|Conflict of Laws
Final Exam University of Mississippi
This is a closed book exam. Do not speak with any person other than the faculty member who is administering this exam until you have turned in your exam. Do not remove any exam materials, questions, or blue books from the room during the exam. After you complete the exam and turn in your blue books, you may take the questions with you when you exit the room.
The exam consists of two parts. You will have three hours to complete the exam, and recommended times are indicated for each part. Answer all questions.
Identify yourself on your blue books only by your exam number. By placing the exam number on your blue book and by submitting your blue book for credit, you are agreeing to the following pledge (as required by law school policy):
"On my honor I have neither given nor received improper assistance. And
I will report any improper assistance that I am made aware of."
Definitions, terms, and conditions
Reference to the first Restatement means the Restatement [first] of the Law of Conflict of Laws (1934). The term "state" means a state of the United States. The term "country" means a sovereign power that is neither a state of the United States nor the government of the United States.
No effort has been made to achieve legal verisimilitude, and laws that
are included in questions should be considered accurate only hypothetically
and for purposes of answering the questions on this exam. Do not assume
any additional fact or law, except those laws studied in the course, without
stating explicitly your assumption and explaining why such additional information
is necessary for your answer.
PART I. SHORT ANSWERS (60 minutes for this part--or an average of ten minutes for each question)
Instructions. Write a coherent literate response to each of the following problems. Each problem in this part can be answered adequately with a response that is no longer than one paragraph.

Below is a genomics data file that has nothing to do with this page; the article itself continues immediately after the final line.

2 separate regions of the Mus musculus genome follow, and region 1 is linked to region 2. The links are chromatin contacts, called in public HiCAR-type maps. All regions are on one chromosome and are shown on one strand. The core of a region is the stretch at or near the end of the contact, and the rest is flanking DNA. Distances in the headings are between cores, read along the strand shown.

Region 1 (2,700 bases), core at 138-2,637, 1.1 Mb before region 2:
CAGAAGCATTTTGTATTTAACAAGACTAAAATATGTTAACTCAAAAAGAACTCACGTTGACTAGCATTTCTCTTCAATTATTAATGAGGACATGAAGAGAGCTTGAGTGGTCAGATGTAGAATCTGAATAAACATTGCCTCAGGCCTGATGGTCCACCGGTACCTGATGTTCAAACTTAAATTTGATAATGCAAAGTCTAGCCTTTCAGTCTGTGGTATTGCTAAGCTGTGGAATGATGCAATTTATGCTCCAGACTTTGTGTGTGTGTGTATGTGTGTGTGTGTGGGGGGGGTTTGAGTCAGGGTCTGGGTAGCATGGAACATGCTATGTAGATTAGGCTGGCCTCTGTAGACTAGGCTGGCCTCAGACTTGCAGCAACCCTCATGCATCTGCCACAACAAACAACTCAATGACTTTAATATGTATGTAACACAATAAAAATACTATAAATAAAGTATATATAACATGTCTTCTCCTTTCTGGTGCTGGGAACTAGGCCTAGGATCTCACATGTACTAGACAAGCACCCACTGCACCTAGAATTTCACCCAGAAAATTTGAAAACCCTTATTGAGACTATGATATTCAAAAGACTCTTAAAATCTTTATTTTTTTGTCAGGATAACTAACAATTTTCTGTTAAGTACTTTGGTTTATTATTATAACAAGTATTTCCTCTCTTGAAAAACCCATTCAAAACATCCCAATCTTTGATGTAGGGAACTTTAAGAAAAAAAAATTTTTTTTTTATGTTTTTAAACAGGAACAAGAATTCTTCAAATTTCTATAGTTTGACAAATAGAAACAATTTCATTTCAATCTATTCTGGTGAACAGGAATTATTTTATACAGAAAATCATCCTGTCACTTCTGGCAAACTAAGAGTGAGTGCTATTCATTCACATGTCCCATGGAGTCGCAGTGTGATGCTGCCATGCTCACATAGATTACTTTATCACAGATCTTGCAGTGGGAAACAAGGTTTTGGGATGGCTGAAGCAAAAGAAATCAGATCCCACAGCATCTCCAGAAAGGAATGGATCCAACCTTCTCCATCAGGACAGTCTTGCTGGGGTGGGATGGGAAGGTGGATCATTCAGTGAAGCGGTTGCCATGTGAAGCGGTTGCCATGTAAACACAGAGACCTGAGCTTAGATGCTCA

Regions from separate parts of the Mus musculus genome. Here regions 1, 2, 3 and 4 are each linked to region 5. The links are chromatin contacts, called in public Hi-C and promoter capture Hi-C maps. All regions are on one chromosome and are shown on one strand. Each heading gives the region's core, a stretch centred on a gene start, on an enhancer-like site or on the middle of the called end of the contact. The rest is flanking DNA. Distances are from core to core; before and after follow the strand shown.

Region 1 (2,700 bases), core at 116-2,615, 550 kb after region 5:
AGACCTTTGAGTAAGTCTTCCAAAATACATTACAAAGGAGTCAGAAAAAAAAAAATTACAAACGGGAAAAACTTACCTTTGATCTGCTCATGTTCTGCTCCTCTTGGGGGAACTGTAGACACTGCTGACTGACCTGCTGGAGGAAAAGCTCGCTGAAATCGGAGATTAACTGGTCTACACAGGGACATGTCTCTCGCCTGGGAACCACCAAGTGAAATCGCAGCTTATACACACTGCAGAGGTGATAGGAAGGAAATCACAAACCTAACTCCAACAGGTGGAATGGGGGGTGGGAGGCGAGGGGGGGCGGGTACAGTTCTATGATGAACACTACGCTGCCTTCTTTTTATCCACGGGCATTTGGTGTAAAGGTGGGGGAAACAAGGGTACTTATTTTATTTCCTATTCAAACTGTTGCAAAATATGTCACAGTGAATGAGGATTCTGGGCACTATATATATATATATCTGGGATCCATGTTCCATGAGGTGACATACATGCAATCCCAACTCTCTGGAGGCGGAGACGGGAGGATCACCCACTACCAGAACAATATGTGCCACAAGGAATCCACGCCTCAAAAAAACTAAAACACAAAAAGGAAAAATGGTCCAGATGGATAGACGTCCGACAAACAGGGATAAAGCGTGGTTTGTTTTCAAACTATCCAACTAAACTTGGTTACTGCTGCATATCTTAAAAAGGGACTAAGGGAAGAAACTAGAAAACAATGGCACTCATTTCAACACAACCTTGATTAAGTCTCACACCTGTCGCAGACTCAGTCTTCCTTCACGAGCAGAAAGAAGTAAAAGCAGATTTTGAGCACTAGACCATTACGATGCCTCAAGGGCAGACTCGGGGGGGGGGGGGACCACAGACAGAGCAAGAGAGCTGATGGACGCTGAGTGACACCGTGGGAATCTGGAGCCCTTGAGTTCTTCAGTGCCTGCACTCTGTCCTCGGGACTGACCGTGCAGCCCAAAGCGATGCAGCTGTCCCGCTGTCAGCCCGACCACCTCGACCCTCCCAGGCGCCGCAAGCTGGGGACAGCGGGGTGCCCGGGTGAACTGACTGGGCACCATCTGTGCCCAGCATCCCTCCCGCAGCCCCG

1. Don and Pat, both residents of the state of East Dakota, set out on an around-the-world balloon trip in a hot air balloon with an open cockpit. While traveling over the sovereign country of Lilliput, Don flew into a hale storm as a result of which Pat was seriously injured.
For purposes of this question please assume that piloting the open-cockpit balloon into a hale storm was negligent. However, the Ballooners Association of Lilliput had just recently succeeded in lobbying their Parliament to enact a statute, effective at the time of Pat's injury, that bars all claims of negligence against balloon pilots. The purpose of the immunity was to reduce the costs of ballooning, and it was not intended to have any effect on the risks created by ballooning activity.
In contrast, the state of East Dakota has no statute exempting balloon pilots from civil liability for their negligent conduct. East Dakota still follows the traditional approach of the First Restatement. Lilliput follows the governmental interest analysis approach to choice of laws.
Pat commences a civil action in Lilliput asserting that East Dakota law should apply. Don moves to dismiss arguing 1) Lilliput law applies, and 2) even if East Dakota law applies, East Dakota would apply the law of Lilliput, so Lilliput law still applies. Please rule on the defendant's motion and explain.
2. Same facts. The Lilliput court instead dismisses the action under the Lilliput statute of limitations.